These opinions warrantied for the lifetime of your brain.

Loading Table of Contents...

Saturday, May 3, 2008

RE: An Open Letter to David Nolan

David, thank you for replying, but your response only leaves me more confused.  I expected you to either 1) say that minimal state authority is an unavoidable evil until somebody can square the circle of a 100% voluntary society, or 2) agree with Rand that the state in principle needs some minimal but exclusive authority.  Instead, you apparently say that the state should not have any exclusive authority whatsoever.
Can you please give us a brief explanation, in terms of force initiation, about what would qualify your "State" as "non-market" in how it non-exclusively makes and enforces laws?  For example, when the agents of this "State" come to collect its "tax" on land values, would I be free to treat them like Jehovah's Witnesses (and of course lose all benefits/protections for doing so)?  Would I be free to opt out of all the "laws" of this "State", or would it initiate force against any non-aggressive but obstinate holdout who disagrees with some legal technicality?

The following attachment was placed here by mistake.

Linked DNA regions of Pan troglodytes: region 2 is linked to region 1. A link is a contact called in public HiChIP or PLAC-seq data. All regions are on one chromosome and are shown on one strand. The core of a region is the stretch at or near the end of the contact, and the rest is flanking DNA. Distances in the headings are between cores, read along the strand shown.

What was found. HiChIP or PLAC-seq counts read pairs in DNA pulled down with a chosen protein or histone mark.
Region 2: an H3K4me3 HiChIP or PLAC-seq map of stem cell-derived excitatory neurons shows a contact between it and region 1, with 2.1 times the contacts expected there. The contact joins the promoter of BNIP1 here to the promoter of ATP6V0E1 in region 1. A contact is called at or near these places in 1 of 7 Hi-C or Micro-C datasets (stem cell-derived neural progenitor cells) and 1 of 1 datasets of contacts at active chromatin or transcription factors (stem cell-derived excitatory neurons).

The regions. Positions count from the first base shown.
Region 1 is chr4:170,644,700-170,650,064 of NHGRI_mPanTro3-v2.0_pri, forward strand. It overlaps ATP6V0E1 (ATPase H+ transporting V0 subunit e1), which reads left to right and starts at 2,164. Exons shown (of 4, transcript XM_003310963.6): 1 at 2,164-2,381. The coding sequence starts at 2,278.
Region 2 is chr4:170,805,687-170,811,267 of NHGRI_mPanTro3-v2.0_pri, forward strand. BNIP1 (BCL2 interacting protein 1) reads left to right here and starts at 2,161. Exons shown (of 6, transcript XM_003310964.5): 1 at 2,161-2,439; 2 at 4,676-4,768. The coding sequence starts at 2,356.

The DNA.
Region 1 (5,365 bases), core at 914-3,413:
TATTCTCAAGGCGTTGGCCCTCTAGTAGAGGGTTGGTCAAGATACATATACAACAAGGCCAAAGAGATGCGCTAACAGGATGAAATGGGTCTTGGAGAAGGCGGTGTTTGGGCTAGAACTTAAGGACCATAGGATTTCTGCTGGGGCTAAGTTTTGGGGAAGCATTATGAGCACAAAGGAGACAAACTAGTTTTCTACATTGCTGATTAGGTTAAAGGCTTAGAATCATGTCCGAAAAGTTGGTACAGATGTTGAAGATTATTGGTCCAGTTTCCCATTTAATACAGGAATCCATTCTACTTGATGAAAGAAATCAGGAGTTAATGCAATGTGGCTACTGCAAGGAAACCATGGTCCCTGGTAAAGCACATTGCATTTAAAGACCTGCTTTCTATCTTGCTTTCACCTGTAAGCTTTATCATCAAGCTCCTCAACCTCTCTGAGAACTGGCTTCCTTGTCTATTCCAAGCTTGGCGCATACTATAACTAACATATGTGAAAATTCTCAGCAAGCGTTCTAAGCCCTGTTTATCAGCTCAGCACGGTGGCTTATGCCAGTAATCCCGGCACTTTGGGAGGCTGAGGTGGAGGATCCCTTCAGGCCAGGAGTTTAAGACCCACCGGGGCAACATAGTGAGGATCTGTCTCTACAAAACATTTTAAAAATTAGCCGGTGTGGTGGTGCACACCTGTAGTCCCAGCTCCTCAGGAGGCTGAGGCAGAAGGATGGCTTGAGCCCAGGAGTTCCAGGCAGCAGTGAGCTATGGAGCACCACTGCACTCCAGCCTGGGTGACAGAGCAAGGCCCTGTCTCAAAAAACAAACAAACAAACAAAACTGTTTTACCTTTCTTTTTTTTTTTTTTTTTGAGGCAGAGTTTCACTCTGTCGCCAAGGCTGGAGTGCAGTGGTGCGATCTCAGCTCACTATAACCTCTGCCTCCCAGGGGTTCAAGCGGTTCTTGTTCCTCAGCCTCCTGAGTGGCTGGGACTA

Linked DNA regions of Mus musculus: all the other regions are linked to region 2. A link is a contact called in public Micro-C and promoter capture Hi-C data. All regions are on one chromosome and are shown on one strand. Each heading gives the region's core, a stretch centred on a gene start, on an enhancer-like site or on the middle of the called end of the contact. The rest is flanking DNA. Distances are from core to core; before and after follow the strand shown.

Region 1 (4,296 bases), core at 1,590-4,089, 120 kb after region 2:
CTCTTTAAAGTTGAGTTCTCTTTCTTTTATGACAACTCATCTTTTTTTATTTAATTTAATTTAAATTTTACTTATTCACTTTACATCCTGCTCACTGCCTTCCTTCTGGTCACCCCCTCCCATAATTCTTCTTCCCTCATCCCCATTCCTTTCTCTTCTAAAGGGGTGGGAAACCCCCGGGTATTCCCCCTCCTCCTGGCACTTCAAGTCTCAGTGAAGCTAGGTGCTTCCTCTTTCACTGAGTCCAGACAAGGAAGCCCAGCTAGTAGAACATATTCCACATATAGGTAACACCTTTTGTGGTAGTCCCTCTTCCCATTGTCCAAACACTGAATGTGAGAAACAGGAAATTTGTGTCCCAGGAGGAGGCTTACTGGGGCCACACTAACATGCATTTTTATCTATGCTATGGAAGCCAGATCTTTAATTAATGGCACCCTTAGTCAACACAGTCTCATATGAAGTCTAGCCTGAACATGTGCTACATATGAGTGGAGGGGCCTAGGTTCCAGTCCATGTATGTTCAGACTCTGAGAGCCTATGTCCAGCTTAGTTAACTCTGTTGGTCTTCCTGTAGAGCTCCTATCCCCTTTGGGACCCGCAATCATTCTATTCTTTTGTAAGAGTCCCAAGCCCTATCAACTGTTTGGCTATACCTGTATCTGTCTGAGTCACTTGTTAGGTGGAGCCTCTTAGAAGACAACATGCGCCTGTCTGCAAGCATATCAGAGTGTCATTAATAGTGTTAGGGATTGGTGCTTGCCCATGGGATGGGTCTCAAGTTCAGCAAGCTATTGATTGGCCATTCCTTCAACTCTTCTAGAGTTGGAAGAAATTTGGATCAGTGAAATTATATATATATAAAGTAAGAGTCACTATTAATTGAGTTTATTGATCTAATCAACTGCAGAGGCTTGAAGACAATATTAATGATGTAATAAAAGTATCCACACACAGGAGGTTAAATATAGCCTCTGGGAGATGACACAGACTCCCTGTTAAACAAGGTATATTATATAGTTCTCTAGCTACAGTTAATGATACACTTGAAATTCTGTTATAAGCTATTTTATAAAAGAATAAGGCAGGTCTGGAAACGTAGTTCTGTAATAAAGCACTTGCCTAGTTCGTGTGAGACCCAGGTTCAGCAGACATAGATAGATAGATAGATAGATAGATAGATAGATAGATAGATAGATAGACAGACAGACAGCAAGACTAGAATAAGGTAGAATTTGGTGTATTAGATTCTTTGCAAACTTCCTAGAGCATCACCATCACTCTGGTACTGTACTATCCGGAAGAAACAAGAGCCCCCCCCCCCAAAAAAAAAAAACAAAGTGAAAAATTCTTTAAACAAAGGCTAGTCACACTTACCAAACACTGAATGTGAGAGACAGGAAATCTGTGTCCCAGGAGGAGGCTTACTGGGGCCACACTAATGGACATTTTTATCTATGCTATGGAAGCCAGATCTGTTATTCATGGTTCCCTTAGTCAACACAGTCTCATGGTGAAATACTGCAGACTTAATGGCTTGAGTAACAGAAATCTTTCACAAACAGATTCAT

If the "laws" of this "State" are not mandatory, then this is seems identical to David Friedman-style anarchism with market production of laws. The "State" you advocate seems to have no power or authority beyond that of a voluntary neighborhood watch group.  Again, I urge you to (re)read Roy Child's 1969 open letter to Ayn Rand.  He explained, far more verbosely than I, exactly why a state does not qualify as a state without a monopoly on retaliatory force, and why such a monopoly can only be maintained with (the threat of) force initiation.   His letter, and my four-paragraph digest of it, is at
I apologize if this topic seems like a distraction, but it's clearly the central conundrum of libertarian theory, and if anybody can help the rest of us grapple with it, surely that would be you.